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Sessions begin this week

As Georgia lawmakers return to the Capitol on Monday and South Carolina's resume work Tuesday, many issues will be on their minds, with budgets taking precedence. Here is a look at some of the issues:

LIKELY ISSUES

BUDGET: There will be three components to the budget discussion this year: cutting spending for the remaining six months of the fiscal year, setting a blueprint for the next fiscal year based on significantly lower tax revenues and the consideration of using economic stimulus funds.

Gov. Sonny Perdue will propose a large construction program funded by borrowing, but he hasn't said how he would recommend spending it. Insiders have said it could amount to $1.2 billion. And President-elect Obama plans as much as $1.5 trillion in stimulus spending - much of it going to states.

Mr. Perdue will deliver his recommendations for all the spending Wednesday during the State of the State address.

PROPERTY TAXES: Both House and Senate leaders have expressed plans to cap local property taxes. Details still must be agreed on, such as whether to limit increases in assessments or actual tax rates, whether to set the limit at the inflation rate or a standard figure and whether to apply the controls to commercial and industrial parcels along with residential. .

MENTAL HEALTH: The Perdue administration has proposed a major restructuring of mental health services, including privatizing some aspects of treatment and consolidating other functions in a centralized facility and closing regional hospitals. Mr. Perdue agrees with advocates and watchdog agencies that improvements are needed, and he has selected new leadership.

Advocates want assurances that the community services are adequate before closing hospitals. Legislators from Augusta and other places where regional hospitals would close are gearing up for a fight.

TRAUMA CARE: For years, policymakers have been searching for a dedicated funding source for a statewide network of facilities providing advanced trauma care. Last year, legislation stalled that would have added a $10 fee to car tags to fund trauma centers. Rep. Ron Stephens, R-Savannah, said House leaders have a new proposal this year.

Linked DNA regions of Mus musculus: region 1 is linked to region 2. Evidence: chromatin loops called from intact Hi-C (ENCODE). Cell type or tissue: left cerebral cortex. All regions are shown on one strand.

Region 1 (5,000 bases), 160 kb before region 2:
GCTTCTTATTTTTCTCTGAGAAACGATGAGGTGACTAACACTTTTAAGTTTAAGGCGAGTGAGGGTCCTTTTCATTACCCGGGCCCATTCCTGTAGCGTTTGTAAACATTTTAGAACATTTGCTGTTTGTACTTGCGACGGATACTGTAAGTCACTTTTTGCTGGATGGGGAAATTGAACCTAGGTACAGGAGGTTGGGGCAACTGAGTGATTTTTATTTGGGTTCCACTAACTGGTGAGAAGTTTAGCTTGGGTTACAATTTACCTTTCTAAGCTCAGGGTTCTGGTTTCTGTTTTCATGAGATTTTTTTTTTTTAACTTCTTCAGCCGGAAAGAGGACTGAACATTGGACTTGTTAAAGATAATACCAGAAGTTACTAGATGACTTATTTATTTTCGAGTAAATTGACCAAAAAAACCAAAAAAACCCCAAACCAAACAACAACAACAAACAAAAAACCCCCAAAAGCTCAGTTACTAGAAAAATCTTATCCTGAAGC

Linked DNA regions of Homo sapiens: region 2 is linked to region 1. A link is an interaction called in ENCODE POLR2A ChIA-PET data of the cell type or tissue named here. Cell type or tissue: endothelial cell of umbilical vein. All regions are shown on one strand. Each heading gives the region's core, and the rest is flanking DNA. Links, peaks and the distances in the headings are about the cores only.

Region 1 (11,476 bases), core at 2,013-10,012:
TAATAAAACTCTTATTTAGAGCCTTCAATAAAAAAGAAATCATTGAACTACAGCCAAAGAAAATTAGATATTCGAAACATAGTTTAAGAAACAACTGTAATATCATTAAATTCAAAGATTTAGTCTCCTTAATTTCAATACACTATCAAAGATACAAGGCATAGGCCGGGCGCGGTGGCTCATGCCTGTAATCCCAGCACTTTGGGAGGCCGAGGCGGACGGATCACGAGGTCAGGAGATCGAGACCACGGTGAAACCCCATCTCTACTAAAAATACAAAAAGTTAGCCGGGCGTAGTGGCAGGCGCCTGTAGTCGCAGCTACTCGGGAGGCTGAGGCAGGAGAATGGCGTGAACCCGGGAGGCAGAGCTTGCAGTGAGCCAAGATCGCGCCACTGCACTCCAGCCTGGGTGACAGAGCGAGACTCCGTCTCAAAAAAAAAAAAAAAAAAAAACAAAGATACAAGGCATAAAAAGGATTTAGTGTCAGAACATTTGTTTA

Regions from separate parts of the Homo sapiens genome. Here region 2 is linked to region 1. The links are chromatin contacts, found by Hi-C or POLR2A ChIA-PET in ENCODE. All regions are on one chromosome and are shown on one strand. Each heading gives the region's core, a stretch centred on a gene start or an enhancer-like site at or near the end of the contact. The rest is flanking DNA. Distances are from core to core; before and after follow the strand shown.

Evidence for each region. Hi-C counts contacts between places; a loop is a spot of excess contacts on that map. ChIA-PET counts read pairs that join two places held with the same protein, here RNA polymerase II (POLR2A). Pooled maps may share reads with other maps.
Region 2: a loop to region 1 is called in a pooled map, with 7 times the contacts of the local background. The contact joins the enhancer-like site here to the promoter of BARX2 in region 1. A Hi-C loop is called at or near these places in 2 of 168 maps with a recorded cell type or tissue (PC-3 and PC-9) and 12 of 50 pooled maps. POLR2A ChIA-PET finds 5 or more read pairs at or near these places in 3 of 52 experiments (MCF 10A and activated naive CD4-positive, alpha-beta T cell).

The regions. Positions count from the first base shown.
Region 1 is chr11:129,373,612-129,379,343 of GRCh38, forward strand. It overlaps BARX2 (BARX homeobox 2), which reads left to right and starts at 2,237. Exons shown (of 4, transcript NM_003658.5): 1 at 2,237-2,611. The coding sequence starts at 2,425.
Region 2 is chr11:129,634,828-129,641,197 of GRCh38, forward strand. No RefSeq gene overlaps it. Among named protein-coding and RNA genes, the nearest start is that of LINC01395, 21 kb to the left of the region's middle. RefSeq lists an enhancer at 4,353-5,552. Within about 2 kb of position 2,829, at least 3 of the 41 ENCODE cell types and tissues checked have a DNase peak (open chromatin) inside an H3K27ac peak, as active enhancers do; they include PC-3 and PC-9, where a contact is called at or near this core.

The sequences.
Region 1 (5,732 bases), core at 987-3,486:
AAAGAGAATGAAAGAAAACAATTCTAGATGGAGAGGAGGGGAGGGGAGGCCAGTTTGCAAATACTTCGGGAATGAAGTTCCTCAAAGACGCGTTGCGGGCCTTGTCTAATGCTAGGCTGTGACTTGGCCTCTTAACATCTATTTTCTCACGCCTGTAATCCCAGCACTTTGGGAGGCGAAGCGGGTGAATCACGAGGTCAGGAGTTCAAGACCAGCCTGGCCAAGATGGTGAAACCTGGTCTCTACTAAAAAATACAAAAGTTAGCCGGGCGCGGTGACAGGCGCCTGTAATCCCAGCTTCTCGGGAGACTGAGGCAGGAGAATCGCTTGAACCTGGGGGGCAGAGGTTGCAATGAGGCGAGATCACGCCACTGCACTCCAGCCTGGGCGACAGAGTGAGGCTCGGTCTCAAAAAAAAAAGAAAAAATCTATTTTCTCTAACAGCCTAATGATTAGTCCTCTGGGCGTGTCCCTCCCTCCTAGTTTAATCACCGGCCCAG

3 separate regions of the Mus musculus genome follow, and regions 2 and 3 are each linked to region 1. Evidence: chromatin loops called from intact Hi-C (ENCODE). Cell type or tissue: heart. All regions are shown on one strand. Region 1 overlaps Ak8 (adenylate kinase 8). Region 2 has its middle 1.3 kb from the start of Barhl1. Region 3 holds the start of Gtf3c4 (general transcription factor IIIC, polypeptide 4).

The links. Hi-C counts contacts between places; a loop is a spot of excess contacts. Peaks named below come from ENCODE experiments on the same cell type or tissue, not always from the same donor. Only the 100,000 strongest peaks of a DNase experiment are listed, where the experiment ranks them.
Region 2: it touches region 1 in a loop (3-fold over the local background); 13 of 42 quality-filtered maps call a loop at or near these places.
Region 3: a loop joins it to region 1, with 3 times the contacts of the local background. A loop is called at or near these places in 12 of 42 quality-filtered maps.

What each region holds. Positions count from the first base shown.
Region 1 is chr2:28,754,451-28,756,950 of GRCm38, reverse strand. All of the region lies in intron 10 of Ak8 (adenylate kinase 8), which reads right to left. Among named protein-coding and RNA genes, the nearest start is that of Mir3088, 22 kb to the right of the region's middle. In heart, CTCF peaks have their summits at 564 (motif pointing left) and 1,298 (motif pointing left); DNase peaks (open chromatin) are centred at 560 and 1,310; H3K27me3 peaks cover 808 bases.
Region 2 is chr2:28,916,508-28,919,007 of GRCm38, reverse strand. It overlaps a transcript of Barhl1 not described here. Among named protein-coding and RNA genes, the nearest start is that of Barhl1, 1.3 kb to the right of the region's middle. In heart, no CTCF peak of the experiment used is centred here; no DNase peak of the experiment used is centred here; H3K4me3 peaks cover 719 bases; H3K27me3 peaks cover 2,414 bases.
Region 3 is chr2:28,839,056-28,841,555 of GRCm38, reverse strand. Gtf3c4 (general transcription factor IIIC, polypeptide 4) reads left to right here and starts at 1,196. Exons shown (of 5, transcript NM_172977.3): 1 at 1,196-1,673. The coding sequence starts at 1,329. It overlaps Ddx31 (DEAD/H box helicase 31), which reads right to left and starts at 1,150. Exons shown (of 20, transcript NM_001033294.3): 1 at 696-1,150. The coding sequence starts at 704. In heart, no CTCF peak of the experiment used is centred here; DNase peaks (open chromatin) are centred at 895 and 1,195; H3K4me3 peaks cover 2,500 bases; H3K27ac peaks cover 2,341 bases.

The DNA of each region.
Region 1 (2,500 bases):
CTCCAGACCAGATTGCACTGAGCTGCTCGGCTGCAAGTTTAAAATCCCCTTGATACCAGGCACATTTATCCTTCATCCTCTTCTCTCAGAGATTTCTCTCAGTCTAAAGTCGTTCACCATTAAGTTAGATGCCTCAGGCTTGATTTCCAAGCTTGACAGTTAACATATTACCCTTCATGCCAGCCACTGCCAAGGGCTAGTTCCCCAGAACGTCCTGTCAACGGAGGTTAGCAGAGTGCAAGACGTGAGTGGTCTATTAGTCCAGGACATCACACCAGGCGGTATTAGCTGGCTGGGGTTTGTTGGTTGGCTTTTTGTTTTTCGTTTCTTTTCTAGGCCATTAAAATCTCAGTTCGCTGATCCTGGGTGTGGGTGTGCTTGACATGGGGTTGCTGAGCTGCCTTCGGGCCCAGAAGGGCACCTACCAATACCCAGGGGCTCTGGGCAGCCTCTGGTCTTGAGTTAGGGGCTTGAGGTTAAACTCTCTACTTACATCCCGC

ROADS: Business groups and environmentalists are lobbying for a constitutional amendment that would give groups of counties the ability to impose a regional sales tax to support their transportation projects. A similar proposal passed the House and fell three votes short in the Senate last year. Lt. Gov. Casey Cagle has said he wants the Senate to pass its version in the first week of the session.

PORTS: Officials with the Georgia Ports Authority want to deepen the Savannah harbor. State leaders have granted many of the ports' construction requests in recent years.

OTHER ISSUES: These include an extension of a moratorium against aquifer-recharge and storage - the pumping of treated surface water into natural underground water pools. Lawmakers might attempt a revision of the juvenile code that allows some young suspects to be treated as adults. Legislation to allow licensed concealed weapons in more places might be introduced.

The Georgia Statehouse is open 8 a.m. to 5 p.m. Monday through Friday and is closed on weekends and holidays.

The Georgia Statehouse is open 8 a.m. to 5 p.m. Monday through Friday and is closed on weekends and holidays.


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